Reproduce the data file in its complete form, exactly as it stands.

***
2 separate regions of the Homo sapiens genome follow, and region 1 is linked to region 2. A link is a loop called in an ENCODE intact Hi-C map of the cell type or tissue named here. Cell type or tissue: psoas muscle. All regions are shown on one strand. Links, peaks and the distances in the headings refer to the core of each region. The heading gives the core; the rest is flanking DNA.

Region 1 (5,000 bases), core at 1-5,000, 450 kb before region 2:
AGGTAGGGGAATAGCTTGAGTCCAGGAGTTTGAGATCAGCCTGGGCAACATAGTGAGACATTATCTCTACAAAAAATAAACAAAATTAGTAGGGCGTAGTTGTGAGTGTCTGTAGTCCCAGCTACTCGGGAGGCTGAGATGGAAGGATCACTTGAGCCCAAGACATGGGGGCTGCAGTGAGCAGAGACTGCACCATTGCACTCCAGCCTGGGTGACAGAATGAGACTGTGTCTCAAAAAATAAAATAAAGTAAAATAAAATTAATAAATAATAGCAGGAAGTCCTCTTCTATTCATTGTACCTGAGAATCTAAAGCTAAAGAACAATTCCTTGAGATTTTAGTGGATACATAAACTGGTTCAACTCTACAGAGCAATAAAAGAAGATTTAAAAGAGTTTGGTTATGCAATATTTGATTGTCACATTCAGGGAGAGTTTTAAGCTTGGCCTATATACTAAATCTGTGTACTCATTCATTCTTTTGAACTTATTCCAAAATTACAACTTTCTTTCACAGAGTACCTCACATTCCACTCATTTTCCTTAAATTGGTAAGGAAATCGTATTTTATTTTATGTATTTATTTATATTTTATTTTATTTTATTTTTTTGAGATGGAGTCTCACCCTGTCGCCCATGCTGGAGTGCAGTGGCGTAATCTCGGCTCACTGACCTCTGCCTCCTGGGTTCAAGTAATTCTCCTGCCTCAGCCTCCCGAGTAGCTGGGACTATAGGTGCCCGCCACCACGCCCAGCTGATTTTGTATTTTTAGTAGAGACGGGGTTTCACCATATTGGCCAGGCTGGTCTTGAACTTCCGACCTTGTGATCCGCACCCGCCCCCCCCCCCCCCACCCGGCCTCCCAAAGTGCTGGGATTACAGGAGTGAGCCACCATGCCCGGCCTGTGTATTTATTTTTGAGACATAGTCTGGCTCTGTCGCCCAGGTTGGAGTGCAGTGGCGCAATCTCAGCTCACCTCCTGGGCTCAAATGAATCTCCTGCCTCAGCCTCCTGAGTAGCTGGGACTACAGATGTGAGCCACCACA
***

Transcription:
2 separate regions of the Homo sapiens genome follow, and region 1 is linked to region 2. A link is a loop called in an ENCODE intact Hi-C map of the cell type or tissue named here. Cell type or tissue: psoas muscle. All regions are shown on one strand. Links, peaks and the distances in the headings refer to the core of each region. The heading gives the core; the rest is flanking DNA.

Region 1 (5,000 bases), core at 1-5,000, 450 kb before region 2:
AGGTAGGGGAATAGCTTGAGTCCAGGAGTTTGAGATCAGCCTGGGCAACATAGTGAGACATTATCTCTACAAAAAATAAACAAAATTAGTAGGGCGTAGTTGTGAGTGTCTGTAGTCCCAGCTACTCGGGAGGCTGAGATGGAAGGATCACTTGAGCCCAAGACATGGGGGCTGCAGTGAGCAGAGACTGCACCATTGCACTCCAGCCTGGGTGACAGAATGAGACTGTGTCTCAAAAAATAAAATAAAGTAAAATAAAATTAATAAATAATAGCAGGAAGTCCTCTTCTATTCATTGTACCTGAGAATCTAAAGCTAAAGAACAATTCCTTGAGATTTTAGTGGATACATAAACTGGTTCAACTCTACAGAGCAATAAAAGAAGATTTAAAAGAGTTTGGTTATGCAATATTTGATTGTCACATTCAGGGAGAGTTTTAAGCTTGGCCTATATACTAAATCTGTGTACTCATTCATTCTTTTGAACTTATTCCAAAATTACAACTTTCTTTCACAGAGTACCTCACATTCCACTCATTTTCCTTAAATTGGTAAGGAAATCGTATTTTATTTTATGTATTTATTTATATTTTATTTTATTTTATTTTTTTGAGATGGAGTCTCACCCTGTCGCCCATGCTGGAGTGCAGTGGCGTAATCTCGGCTCACTGACCTCTGCCTCCTGGGTTCAAGTAATTCTCCTGCCTCAGCCTCCCGAGTAGCTGGGACTATAGGTGCCCGCCACCACGCCCAGCTGATTTTGTATTTTTAGTAGAGACGGGGTTTCACCATATTGGCCAGGCTGGTCTTGAACTTCCGACCTTGTGATCCGCACCCGCCCCCCCCCCCCCCACCCGGCCTCCCAAAGTGCTGGGATTACAGGAGTGAGCCACCATGCCCGGCCTGTGTATTTATTTTTGAGACATAGTCTGGCTCTGTCGCCCAGGTTGGAGTGCAGTGGCGCAATCTCAGCTCACCTCCTGGGCTCAAATGAATCTCCTGCCTCAGCCTCCTGAGTAGCTGGGACTACAGATGTGAGCCACCACA